Meteorological Instruments on Display in the Library

BarometerImage of a Fortin Mercury Barometer

This Fortin Mercury barometer was made by Negretti and Zambra in England about 1900. It measures the pressure of the atmosphere by balancing it against the weight of a column of mercury. Means are available to raise or lower the level of the mercury in the cistern, which makes the instrument portable. This instrument was used by the topographic survey of Canada but was not in common use in the Meteorological Service.

MKT 1993

On loan from the Canadian Science & Technology Museum. Originally owned and used by the MSC.

Image of a hygrographHygrograph

This is a hair hygrograph made in England by Negretti and Zambra probably in the 1930s. Similar instruments were used at most Meteorological Service of Canada observing stations. Human hair, a hygro-scopic substance, changes in length proportionally to the relative humidity of the atmosphere. In the instrument, a bundle of hairs is linked to a pen-arm by which a continuous record of the relative humidity is left on a chart mounted on a clock-driven drum.

MKT 1993

On loan from the Canadian Science & Technology Museum. Originally owned and used by the MSC.

Image of a barographBarograph

The aneroid barograph has been used for many years at the observing stations of the Meteorological Service of Canada to reveal pressure tendency - that is the time rate of change of the atmospheric pressure. This instrument was probably made in the late 19th century. It consists of a metal partial- vacuum box linked to a spring to provide equilibrium. As the pressure changes a pen - arm provides a continuous record of the pressure on a chart mounted on a clock - driven drum.

MKT 1993

On loan from the Canadian Science & Technology Museum. Originally owned and used by the MSC.

Image of a ThermographThermograph

This thermograph was built by Short and Mason in England. The instrument has a bi-metallic temperature strip sensor which bends as the temperature changes. By means of a pen-arm, the strip deformation is translated into a continuous record of the temperature on a chart wrapped around a clock-driven drum. Instruments such as this werein general use at several Meteorological Service of Canada observing stations before World War II.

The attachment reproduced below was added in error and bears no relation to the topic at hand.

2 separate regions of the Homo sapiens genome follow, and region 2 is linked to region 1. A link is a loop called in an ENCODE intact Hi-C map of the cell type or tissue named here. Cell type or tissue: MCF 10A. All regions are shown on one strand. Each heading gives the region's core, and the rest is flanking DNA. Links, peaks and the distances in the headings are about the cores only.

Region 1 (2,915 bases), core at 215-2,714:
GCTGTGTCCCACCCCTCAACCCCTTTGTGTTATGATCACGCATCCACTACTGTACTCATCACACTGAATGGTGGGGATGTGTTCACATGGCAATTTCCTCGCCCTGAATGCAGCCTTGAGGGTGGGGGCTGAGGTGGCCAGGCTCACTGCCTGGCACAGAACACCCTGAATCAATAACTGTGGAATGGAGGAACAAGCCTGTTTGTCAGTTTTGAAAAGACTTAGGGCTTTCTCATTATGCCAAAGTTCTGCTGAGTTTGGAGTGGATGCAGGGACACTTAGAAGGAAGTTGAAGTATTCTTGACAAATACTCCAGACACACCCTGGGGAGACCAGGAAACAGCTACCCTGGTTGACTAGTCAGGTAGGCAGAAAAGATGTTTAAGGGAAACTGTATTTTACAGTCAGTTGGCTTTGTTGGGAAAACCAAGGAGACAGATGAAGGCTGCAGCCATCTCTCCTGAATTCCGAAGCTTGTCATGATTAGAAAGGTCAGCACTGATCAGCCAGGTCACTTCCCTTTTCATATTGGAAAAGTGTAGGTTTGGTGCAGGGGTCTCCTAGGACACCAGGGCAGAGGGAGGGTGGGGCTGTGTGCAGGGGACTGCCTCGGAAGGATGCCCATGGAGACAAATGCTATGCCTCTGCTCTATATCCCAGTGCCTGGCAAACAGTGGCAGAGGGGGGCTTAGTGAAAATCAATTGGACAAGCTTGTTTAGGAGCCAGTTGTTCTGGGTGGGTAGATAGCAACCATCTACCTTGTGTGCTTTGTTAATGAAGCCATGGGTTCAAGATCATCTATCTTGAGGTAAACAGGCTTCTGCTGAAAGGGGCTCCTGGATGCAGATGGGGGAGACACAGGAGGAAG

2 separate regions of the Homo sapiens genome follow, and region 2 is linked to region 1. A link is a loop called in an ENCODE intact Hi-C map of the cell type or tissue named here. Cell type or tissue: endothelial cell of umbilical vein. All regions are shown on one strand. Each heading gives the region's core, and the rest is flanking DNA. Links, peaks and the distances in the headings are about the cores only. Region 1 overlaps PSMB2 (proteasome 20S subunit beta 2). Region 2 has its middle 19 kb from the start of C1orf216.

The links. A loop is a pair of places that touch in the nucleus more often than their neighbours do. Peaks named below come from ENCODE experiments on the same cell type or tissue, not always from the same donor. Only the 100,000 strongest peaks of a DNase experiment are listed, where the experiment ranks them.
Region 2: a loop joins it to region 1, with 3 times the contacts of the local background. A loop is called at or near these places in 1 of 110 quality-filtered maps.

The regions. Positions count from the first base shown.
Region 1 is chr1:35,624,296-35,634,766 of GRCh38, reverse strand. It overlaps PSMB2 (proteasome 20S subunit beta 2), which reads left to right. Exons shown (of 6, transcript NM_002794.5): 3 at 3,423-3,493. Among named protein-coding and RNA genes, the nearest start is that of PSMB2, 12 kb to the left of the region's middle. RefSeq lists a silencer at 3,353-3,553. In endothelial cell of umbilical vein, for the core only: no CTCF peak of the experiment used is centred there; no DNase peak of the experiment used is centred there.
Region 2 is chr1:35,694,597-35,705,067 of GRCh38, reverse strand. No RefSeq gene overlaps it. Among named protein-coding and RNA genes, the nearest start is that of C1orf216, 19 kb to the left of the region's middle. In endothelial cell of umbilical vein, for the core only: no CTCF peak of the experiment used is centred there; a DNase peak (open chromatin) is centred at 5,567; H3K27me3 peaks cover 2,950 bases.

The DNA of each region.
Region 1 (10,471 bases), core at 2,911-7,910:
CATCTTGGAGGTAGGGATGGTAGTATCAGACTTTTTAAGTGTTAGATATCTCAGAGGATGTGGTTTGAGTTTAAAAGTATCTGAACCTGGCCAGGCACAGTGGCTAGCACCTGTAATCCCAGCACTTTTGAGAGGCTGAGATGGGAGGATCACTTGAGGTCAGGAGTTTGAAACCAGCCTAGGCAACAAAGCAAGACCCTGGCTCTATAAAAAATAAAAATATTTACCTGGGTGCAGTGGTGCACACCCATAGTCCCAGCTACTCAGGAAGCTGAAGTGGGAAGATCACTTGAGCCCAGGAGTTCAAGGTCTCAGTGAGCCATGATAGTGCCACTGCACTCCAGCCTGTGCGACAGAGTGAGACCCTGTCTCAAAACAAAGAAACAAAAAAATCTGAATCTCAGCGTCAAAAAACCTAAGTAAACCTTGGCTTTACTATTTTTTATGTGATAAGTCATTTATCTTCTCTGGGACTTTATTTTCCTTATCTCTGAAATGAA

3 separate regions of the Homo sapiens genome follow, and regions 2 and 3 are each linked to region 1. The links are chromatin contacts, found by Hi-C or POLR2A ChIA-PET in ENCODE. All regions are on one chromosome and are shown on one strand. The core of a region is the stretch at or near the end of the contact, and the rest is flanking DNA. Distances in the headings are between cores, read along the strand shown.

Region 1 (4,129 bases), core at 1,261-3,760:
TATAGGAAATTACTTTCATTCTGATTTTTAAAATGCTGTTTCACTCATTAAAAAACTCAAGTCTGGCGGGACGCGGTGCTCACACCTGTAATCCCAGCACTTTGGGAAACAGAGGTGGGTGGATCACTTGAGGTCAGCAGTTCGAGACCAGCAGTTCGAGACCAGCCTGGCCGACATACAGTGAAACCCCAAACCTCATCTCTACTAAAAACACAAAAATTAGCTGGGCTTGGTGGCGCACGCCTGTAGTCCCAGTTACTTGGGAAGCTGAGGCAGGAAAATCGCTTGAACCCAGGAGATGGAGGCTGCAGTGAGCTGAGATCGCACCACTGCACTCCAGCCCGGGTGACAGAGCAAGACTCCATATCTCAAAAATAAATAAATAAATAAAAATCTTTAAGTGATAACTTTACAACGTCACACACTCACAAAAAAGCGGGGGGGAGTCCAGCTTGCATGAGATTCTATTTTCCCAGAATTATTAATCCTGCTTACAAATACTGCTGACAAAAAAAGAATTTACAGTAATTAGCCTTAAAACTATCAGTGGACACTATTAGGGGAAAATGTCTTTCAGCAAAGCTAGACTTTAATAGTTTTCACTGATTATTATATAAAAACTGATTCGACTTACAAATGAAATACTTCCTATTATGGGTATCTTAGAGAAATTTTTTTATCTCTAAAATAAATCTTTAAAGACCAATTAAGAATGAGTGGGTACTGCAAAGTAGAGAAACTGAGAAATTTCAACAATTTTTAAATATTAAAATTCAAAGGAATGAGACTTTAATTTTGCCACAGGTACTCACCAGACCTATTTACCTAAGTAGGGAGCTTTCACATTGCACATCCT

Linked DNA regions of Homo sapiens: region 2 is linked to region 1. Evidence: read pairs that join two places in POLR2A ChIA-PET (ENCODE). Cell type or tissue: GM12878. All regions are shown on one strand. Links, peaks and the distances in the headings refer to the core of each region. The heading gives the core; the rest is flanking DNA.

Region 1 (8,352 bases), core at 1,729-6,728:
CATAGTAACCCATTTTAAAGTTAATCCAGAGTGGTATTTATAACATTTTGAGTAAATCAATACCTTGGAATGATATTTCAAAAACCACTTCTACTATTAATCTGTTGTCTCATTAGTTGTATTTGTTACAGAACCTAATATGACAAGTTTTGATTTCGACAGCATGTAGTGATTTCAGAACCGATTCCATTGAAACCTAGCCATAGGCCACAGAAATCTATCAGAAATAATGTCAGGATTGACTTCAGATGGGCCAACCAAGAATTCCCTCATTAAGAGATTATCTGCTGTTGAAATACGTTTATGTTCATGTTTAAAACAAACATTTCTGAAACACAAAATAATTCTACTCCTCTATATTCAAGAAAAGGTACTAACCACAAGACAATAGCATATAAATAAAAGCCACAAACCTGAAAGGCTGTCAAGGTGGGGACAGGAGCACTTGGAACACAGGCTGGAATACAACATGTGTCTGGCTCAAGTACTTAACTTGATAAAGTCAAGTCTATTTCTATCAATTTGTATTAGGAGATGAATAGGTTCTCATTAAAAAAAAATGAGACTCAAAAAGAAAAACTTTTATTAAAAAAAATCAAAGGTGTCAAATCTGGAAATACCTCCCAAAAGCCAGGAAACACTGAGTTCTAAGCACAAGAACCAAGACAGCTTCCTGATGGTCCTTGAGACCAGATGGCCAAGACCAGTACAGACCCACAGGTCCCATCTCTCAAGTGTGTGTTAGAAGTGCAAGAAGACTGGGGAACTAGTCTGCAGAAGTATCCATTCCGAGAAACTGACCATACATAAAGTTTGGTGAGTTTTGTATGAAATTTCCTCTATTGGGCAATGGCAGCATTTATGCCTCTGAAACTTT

MKT 1993

On loan from the Canadian Science & Technology Museum. Originally owned and used by the MSC.

Image of a sunshine recorderSunshine recorder

The Campbell-Stokes sunshine recorder instrument records bright sunshine. The first such instrument was constructed in 1853 by J.F. Campbell in Scotland and modified by G.G. Stokes in 1879. The Meteorological Service of Canada began using this instrument in 1881. The radiant heat of the sun, concentrated by the spherical glass lens, burns a narrow track in a specially prepared card mounted below the lense in a portion of a spherical bowl. A low sun has feeble burning power so the number of possible hours of "bright sunshine" is less than the number of hours of "visible sunshine", the sunshine unit used in the United States

MKT

Image of a barometerBarometer

This handsome barometer was presented to the Atmospheric Environment Service (Meteorological Service of Canada) by the wife and daughter of James E. Percy, a meteorologist-instructor with the Training Branch who died on August 25, 1982. Jim Percy had been training operational meteorologists for a decade and after his death, his colleagues established a Jim Percy Synoptic Meteorology Award for the outstanding student each year.

MKT

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